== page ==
Musically speaking, Bradlee applies the same principle to his renditions of famous tunes that 007 does to his celebrated drink: throws all the ingredients into a metaphorical tumbler, tosses them into a bygone era, and then serves them up with a rotating cast of 60 singers and musicians, ranging from American Idol finalists Haley Reinhart and Casey Abrams to Puddles, a six-foot-eight baritone cabaret singer in full clown costume.

Imagine Nicki Minaj’s “Anaconda” rearranged as a breathless, banjo-infested ragtime-era hoedown, or Miley Cyrus’s “We Can’t Stop” reworked as a ’50s doo-wop number. Sometimes Bradlee switches up time signatures or inserts a few bars of another tune in the middle of a song, as he did with Wham!’s “Careless Whisper,” speeding up its tempo and briefly detouring into Dave Brubeck’s “Take Five” and “Message In a Bottle” by the Police.

You can hear and see them — along with 159 other revamped tunes — on Bradlee’s Postmodern Jukebox YouTube channel, which boasts 1.6 million subscribers and is updated Thursdays.

Bradlee, 34, says he can retrofit practically any song or style. Witness the first five songs PMJ performed at the Great Hall in Toronto in June 2014, their first live show ever: Europe’s “The Final Countdown,” Macklemore & Ryan Lewis’s “Thrift Shop,” Swedish House Mafia’s “Don’t You Worry Child,” Kesha’s “Die Young” and the “Gummi Bears Theme Song.”

“Basically, the process involves picking out a song for its lyrics,” Bradlee explains. “I pick apart the lyrics and the structure of the song to see if there’s anything that would suggest it being recorded in an earlier era.
“For instance, ‘My Heart Will Go On,’ everybody knows it from the movie Titanic; it’s a Céline Dion song. But if you look at the lyrics, it’s essentially a ’50s song: it has that flowery language of “my heart will go on” and that’s something you can definitely hear sung by somebody like Jackie Wilson.
“So you’re hearing something familiar in a completely different context and it still works.”

Bradlee admits that some songs have him stymied.

“We never did a cover of ‘Uptown Funk’ because it already has the classic feel of ’70s funk. Mark Ronson is such a brilliant producer and Bruno Mars is a great vocalist; how do you write something new with that? It’s already classic.”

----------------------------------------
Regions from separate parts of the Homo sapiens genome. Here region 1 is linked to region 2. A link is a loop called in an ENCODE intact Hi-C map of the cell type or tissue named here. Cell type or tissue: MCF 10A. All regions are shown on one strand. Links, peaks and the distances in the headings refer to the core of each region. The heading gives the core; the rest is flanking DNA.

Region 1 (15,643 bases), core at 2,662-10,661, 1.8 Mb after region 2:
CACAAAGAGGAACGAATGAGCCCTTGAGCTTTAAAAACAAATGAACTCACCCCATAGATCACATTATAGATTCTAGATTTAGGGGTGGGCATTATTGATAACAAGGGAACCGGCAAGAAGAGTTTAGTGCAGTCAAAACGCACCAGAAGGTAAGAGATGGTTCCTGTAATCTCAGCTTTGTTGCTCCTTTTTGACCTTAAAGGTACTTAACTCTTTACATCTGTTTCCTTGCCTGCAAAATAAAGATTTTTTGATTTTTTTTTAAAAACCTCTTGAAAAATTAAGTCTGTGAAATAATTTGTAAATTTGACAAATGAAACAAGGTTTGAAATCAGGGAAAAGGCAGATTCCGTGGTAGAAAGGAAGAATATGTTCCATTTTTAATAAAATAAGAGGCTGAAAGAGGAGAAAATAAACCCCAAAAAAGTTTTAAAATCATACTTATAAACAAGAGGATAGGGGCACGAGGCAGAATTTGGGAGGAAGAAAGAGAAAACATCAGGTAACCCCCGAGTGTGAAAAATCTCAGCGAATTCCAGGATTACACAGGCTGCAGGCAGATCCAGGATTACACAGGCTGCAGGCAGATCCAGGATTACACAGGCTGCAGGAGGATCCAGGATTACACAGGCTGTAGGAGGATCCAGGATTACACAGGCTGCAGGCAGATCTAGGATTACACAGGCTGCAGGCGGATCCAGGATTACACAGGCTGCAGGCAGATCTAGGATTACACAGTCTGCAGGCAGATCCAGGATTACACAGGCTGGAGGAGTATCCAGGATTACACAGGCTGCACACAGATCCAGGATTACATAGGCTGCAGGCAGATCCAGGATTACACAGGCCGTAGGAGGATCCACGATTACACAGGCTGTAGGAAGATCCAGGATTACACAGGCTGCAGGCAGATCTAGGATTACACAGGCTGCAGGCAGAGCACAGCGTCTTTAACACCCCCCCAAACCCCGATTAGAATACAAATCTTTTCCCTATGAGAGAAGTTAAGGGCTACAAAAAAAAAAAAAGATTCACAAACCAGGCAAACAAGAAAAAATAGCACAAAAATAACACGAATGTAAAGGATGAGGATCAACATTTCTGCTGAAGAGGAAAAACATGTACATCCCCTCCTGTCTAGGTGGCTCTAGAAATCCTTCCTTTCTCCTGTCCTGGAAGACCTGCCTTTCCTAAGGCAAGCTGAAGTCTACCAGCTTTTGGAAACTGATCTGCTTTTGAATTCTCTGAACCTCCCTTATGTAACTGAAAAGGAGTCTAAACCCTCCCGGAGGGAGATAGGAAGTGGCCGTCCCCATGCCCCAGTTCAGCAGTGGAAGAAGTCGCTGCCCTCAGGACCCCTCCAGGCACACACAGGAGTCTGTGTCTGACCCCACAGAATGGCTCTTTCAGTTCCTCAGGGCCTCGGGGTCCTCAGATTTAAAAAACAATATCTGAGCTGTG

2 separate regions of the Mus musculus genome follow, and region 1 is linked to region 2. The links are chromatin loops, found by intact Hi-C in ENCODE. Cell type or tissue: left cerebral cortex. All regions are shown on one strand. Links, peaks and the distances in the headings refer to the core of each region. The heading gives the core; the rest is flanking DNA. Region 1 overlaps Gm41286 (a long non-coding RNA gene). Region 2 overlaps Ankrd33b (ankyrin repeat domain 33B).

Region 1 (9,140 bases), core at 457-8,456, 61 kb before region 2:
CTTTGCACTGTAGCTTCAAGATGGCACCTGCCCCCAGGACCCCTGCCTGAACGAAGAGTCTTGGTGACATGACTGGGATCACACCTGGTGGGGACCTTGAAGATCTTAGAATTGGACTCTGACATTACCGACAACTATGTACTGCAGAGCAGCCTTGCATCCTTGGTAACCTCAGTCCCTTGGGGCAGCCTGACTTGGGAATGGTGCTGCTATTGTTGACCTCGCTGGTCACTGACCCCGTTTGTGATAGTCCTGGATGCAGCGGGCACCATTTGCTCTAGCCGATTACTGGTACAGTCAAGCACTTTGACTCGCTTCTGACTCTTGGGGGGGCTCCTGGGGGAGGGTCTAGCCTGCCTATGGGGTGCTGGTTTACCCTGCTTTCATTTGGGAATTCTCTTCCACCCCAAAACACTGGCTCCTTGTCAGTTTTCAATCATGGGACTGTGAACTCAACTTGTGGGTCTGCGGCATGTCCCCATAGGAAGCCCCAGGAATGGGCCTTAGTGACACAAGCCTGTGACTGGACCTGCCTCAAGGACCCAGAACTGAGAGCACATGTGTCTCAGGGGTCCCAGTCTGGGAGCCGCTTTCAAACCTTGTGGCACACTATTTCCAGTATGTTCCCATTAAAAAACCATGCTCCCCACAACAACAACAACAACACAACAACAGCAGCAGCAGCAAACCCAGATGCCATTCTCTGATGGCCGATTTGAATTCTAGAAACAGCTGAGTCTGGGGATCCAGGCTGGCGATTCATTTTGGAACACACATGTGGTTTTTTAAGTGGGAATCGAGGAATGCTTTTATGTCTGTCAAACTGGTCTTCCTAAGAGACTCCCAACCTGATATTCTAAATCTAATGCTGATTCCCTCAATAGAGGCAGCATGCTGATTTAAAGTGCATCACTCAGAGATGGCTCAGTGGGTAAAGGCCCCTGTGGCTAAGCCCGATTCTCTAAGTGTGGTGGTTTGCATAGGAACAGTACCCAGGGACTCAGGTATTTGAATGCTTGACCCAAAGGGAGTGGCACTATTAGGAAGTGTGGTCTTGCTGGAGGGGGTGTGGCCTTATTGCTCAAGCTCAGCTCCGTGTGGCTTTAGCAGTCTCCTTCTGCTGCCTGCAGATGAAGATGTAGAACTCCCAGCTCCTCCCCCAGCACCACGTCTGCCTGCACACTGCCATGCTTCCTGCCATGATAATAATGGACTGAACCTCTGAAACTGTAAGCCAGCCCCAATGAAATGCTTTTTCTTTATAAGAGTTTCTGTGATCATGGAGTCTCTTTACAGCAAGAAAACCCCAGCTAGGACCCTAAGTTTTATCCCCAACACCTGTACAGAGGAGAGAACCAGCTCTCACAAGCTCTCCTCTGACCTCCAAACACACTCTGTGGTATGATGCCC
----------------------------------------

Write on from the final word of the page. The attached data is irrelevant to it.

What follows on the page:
For Massey Hall, the show will feature “four or five vocalists,” a horn section and a tap dancer.

“If you were to go back in time to the Golden Age of Hollywood and you’re going to a New Year’s Eve party, it’s the kind of party that Frank Sinatra would go to,” Bradlee says.

 

Postmodern Jukebox turns back the clock on pop hits | Toronto Star

Postscript: Ironically, Scott Bradlee was the one person missing from the Postmodern Jukebox appearance at Massey Hall that featured Haley Reinhart, Casey Abrams and others. Franchise experimentation, perhaps?

Paul McCartney delivers marathon concert at the Air Canada Centre

Paul McCartney delivers marathon concert at the Air Canada Centre

At 73 years old, the Beatles co-founder delivered a set that would leave younger musicians reaching for their water bottles.

Nick Krewen

Music, Published on Sun Oct 18 2015

 

Paul McCartney, 73, churned out an impressive 41 songs during a three-hour marathon at the Air Canada Centre on Saturday night, with nary a water bottle in sight.

To put this in perspective, most artists play between 18 and 25 songs over an evening concert. Sometimes, for extra-lengthy shows, the number may reach 32 to 34. And these artists often take sips from nearby water bottles, understandably, while performing under hot spotlights.